- Finally, we can aspire to provide a positive contribution to the life of this church by witnessing to the importance of an authentic Anglican identity not only within The Episcopal Church, (USA), but also the greater Communion, by a consistent loyalty to the mission and relationships that best define our connectedness as members of the Body of Christ and Jesus’ presence in the Anglican Communion.
Second, here are five possible cooperative tasks for partner parishes:
- In view of the confusion about the church and its theology, a curriculum needs to be developed and offered that will inform our parishes about authentic Anglicanism and biblical Christianity. Work has already begun on such a curriculum.
- So that we can have opportunities to experience and listen to other Anglicans in other cultures, we need to provide mission trips for the members of our parishes to other Anglican Communion provinces.
- Partnerships for ministry and renewal need to be developed between isolated Communion Partner parishes and those in Communion Partner dioceses.
- Regular regional gatherings of Episcopalians interested in the Communion Partner vision should be offered for support, education and encouragement.
- A vehicle for communicating resources for mission and ministry opportunities offered by Communion Partner parishes and dioceses needs to be developed so that any interested parishes might have the opportunity to participate. Such a web site is on the verge of being unveiled.
In summary, the Communion Partner Plan is an action plan. Through it we can mobilize our dioceses and parishes for the spread of the Gospel in the church and the world. In his letter to the Ephesians, St. Paul gave us instruction for the battle when he listed our necessary equipment.
13 Therefore put on the full armor of God, so that when the day of evil comes, you may be able to stand your ground, and after you have done everything, to stand. 14 Stand firm then, with the belt of truth buckled around your waist, with the breastplate of righteousness in place, 15 and with your feet fitted with the readiness that comes from the gospel of peace. 16 In addition to all this, take up the shield of faith, with which you can extinguish all the flaming arrows of the evil one. 17 Take the helmet of salvation and the sword of the Spirit, which is the word of God. (Ephesians 6:13-17)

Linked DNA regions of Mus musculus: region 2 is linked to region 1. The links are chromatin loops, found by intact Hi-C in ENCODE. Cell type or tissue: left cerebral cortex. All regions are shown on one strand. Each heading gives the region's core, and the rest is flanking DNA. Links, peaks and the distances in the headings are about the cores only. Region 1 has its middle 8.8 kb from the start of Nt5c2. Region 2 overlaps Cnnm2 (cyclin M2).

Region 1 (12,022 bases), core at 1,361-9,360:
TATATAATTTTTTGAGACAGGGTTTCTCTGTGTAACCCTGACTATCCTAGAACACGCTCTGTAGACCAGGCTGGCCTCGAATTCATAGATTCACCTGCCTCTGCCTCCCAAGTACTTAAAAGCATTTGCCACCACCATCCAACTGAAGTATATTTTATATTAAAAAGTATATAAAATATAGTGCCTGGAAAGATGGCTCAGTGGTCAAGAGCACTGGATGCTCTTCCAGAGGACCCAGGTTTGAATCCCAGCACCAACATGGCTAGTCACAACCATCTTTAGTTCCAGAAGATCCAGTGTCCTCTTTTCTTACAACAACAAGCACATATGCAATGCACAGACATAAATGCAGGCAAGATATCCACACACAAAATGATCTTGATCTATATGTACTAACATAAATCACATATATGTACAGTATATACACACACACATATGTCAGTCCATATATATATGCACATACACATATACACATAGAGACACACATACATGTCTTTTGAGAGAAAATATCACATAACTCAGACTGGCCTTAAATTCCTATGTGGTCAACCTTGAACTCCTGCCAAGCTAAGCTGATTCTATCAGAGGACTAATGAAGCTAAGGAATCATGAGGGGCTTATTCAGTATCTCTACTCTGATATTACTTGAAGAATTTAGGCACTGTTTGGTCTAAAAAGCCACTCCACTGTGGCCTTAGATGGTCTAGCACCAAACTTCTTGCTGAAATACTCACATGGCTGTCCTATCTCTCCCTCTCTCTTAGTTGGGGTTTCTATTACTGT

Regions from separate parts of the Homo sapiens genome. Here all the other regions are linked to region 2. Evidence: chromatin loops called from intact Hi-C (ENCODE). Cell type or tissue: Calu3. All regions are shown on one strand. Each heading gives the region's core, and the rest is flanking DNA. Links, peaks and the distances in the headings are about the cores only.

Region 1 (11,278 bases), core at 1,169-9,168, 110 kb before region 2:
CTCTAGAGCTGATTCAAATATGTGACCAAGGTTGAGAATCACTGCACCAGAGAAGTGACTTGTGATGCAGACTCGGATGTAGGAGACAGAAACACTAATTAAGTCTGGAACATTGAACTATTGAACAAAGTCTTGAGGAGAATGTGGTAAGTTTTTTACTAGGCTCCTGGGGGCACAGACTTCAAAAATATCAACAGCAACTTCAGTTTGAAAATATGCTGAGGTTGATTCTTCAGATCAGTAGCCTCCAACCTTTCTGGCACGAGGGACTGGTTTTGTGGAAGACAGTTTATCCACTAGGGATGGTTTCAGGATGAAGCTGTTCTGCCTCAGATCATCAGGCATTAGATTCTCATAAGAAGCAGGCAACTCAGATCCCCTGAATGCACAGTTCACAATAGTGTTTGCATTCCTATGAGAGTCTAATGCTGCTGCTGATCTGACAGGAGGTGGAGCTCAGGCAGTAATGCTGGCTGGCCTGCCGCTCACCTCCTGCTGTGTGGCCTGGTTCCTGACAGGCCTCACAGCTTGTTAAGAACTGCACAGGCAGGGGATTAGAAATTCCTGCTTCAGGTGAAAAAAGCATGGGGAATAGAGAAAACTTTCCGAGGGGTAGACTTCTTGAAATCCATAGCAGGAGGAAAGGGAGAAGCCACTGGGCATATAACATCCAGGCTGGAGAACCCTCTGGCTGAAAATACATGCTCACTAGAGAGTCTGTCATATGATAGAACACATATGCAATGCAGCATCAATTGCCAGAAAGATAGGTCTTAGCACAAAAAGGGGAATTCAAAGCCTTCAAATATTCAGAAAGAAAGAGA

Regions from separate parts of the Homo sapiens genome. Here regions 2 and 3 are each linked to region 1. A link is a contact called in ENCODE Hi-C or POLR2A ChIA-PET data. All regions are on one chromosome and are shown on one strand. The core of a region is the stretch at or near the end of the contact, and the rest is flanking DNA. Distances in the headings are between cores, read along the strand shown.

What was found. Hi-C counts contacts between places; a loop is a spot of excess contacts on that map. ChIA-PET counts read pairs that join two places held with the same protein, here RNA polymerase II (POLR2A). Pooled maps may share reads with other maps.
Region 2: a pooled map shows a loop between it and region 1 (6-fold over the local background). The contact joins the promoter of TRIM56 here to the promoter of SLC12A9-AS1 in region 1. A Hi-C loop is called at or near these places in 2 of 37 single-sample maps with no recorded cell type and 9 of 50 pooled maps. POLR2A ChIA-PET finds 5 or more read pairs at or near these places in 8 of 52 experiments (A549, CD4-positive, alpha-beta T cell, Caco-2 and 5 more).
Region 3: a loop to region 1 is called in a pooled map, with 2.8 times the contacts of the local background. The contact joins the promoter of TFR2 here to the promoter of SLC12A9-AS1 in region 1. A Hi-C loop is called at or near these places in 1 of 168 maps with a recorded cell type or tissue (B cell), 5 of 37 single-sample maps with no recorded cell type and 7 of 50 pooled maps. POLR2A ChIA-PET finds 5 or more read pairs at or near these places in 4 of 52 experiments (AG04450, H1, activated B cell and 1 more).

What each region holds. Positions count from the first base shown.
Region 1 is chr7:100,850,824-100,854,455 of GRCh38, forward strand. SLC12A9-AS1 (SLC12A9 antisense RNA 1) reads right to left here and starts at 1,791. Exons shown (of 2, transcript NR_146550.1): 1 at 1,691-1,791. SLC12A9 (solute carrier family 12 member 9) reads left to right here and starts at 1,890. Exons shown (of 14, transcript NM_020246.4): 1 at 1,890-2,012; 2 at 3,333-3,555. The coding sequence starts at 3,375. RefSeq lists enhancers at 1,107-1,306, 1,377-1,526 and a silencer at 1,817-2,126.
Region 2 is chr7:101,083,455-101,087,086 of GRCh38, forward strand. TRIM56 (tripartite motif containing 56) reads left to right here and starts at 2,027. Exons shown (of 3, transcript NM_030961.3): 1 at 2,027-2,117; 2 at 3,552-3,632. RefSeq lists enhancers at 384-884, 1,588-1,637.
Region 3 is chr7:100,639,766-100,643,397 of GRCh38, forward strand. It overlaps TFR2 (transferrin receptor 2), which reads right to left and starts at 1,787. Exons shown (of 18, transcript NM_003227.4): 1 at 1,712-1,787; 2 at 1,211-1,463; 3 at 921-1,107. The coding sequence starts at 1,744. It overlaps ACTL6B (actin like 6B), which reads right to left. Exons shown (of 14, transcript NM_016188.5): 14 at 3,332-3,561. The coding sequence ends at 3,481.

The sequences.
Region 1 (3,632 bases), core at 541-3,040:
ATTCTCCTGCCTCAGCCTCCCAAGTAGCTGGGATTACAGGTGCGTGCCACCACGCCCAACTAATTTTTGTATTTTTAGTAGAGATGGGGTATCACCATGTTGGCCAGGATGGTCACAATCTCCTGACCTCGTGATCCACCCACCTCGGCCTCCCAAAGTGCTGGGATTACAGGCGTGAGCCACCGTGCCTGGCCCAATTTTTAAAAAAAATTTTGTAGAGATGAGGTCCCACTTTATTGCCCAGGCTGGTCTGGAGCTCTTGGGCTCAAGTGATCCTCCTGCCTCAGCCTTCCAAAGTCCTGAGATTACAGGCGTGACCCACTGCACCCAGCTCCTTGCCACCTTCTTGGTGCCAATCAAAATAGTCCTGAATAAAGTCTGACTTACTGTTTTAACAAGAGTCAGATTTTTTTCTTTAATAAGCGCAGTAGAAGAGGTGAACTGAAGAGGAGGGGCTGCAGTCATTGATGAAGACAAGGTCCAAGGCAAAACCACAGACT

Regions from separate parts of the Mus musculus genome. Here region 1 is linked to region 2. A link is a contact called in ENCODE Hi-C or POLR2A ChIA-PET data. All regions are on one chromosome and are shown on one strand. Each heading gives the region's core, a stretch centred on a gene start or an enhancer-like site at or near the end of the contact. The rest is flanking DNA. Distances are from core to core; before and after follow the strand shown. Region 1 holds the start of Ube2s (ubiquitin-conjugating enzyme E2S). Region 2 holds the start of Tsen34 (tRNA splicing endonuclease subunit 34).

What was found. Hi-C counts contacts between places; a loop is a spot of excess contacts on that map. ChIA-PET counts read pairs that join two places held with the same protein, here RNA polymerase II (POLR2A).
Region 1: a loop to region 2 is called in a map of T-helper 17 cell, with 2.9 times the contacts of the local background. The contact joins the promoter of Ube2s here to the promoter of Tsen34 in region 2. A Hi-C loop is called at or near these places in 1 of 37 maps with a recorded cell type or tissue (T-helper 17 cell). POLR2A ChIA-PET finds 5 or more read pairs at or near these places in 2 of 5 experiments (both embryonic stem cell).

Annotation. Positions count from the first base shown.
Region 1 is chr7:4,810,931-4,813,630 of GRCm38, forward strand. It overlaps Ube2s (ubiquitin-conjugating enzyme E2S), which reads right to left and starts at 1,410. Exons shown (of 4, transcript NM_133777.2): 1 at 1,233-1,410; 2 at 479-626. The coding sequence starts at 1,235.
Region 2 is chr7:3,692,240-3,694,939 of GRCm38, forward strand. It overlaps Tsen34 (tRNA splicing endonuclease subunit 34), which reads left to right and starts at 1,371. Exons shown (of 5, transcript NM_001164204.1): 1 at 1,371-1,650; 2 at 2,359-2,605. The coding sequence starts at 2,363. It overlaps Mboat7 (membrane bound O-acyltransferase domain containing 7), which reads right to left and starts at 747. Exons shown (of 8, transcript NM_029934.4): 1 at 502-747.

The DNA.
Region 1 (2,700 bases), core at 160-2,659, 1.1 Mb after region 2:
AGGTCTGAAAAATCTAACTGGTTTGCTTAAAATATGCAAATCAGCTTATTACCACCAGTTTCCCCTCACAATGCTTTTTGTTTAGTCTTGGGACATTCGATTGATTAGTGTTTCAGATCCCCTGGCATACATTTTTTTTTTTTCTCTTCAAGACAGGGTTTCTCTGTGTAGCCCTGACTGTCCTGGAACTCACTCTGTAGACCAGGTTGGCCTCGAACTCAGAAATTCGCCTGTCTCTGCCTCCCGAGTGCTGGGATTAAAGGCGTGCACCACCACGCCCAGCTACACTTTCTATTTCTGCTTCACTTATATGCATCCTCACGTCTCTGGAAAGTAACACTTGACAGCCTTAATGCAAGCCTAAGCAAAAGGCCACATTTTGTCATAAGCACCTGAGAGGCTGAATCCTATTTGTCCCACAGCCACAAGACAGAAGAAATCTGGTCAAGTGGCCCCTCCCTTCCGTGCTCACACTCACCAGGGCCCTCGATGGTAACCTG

This is an exhortation to those who are called to actively stand their ground. If one is to passively fade into the environment and wait out the battle, he does not need the equipment that God has provided. St. Paul’s call to us is not to be passive but to strike a defensive posture for the preservation and promulgation of the Gospel. And this is a defense that depends upon the wielding of the “sword of the Spirit, which is the word of God.”
We who participate in the Communion Partner Plan have discerned a call to stay in the Episcopal Church and provide an example of the authentic Anglican identity. That being said, we continue to resist the temptation to sit back and let things happen. Our call is to announce and demonstrate the direction and purpose of God through our lives and the way in which we interact with others. To be a witness is to stand for something, so we are committed to being steadfast in seeking ways to represent the truth of Jesus Christ in the life and counsels of the church as a fellowship of witness.
The Reverend Charles D. Alley, Ph.D.
Rector of St. Matthew’s Episcopal Churc